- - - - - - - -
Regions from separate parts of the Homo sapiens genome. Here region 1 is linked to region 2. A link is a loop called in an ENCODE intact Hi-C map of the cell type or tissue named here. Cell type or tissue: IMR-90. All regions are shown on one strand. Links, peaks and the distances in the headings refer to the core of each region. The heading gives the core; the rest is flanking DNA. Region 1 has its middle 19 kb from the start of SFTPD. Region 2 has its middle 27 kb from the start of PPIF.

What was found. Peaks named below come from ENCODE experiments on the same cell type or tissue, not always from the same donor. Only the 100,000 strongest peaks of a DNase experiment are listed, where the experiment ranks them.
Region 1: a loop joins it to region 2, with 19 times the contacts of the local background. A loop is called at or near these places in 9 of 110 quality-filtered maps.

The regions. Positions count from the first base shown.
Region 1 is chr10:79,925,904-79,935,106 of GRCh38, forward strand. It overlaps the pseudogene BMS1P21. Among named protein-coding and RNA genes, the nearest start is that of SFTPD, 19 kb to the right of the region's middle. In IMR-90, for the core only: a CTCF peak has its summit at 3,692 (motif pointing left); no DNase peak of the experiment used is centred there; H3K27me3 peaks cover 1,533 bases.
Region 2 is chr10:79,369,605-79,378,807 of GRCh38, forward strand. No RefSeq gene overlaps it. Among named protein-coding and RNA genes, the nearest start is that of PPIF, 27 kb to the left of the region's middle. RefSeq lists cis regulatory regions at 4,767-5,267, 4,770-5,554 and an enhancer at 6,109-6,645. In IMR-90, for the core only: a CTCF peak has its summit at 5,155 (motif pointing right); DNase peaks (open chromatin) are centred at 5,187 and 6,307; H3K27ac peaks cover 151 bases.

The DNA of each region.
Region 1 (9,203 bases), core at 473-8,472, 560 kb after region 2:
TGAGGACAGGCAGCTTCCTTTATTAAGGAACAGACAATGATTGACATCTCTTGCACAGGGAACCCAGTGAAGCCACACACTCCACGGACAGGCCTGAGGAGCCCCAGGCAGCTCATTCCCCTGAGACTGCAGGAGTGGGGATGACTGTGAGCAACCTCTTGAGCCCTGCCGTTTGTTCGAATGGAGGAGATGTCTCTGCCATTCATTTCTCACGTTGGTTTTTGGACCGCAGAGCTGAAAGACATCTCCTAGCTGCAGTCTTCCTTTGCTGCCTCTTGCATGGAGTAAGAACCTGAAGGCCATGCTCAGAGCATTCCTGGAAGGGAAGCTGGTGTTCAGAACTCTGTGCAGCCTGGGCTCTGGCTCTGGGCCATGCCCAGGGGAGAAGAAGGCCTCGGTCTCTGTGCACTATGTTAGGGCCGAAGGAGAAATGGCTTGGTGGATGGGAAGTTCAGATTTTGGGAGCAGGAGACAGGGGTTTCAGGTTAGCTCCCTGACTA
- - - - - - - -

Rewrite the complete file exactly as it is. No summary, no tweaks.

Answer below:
Regions from separate parts of the Homo sapiens genome. Here region 1 is linked to region 2. A link is a loop called in an ENCODE intact Hi-C map of the cell type or tissue named here. Cell type or tissue: IMR-90. All regions are shown on one strand. Links, peaks and the distances in the headings refer to the core of each region. The heading gives the core; the rest is flanking DNA. Region 1 has its middle 19 kb from the start of SFTPD. Region 2 has its middle 27 kb from the start of PPIF.

What was found. Peaks named below come from ENCODE experiments on the same cell type or tissue, not always from the same donor. Only the 100,000 strongest peaks of a DNase experiment are listed, where the experiment ranks them.
Region 1: a loop joins it to region 2, with 19 times the contacts of the local background. A loop is called at or near these places in 9 of 110 quality-filtered maps.

The regions. Positions count from the first base shown.
Region 1 is chr10:79,925,904-79,935,106 of GRCh38, forward strand. It overlaps the pseudogene BMS1P21. Among named protein-coding and RNA genes, the nearest start is that of SFTPD, 19 kb to the right of the region's middle. In IMR-90, for the core only: a CTCF peak has its summit at 3,692 (motif pointing left); no DNase peak of the experiment used is centred there; H3K27me3 peaks cover 1,533 bases.
Region 2 is chr10:79,369,605-79,378,807 of GRCh38, forward strand. No RefSeq gene overlaps it. Among named protein-coding and RNA genes, the nearest start is that of PPIF, 27 kb to the left of the region's middle. RefSeq lists cis regulatory regions at 4,767-5,267, 4,770-5,554 and an enhancer at 6,109-6,645. In IMR-90, for the core only: a CTCF peak has its summit at 5,155 (motif pointing right); DNase peaks (open chromatin) are centred at 5,187 and 6,307; H3K27ac peaks cover 151 bases.

The DNA of each region.
Region 1 (9,203 bases), core at 473-8,472, 560 kb after region 2:
TGAGGACAGGCAGCTTCCTTTATTAAGGAACAGACAATGATTGACATCTCTTGCACAGGGAACCCAGTGAAGCCACACACTCCACGGACAGGCCTGAGGAGCCCCAGGCAGCTCATTCCCCTGAGACTGCAGGAGTGGGGATGACTGTGAGCAACCTCTTGAGCCCTGCCGTTTGTTCGAATGGAGGAGATGTCTCTGCCATTCATTTCTCACGTTGGTTTTTGGACCGCAGAGCTGAAAGACATCTCCTAGCTGCAGTCTTCCTTTGCTGCCTCTTGCATGGAGTAAGAACCTGAAGGCCATGCTCAGAGCATTCCTGGAAGGGAAGCTGGTGTTCAGAACTCTGTGCAGCCTGGGCTCTGGCTCTGGGCCATGCCCAGGGGAGAAGAAGGCCTCGGTCTCTGTGCACTATGTTAGGGCCGAAGGAGAAATGGCTTGGTGGATGGGAAGTTCAGATTTTGGGAGCAGGAGACAGGGGTTTCAGGTTAGCTCCCTGACTA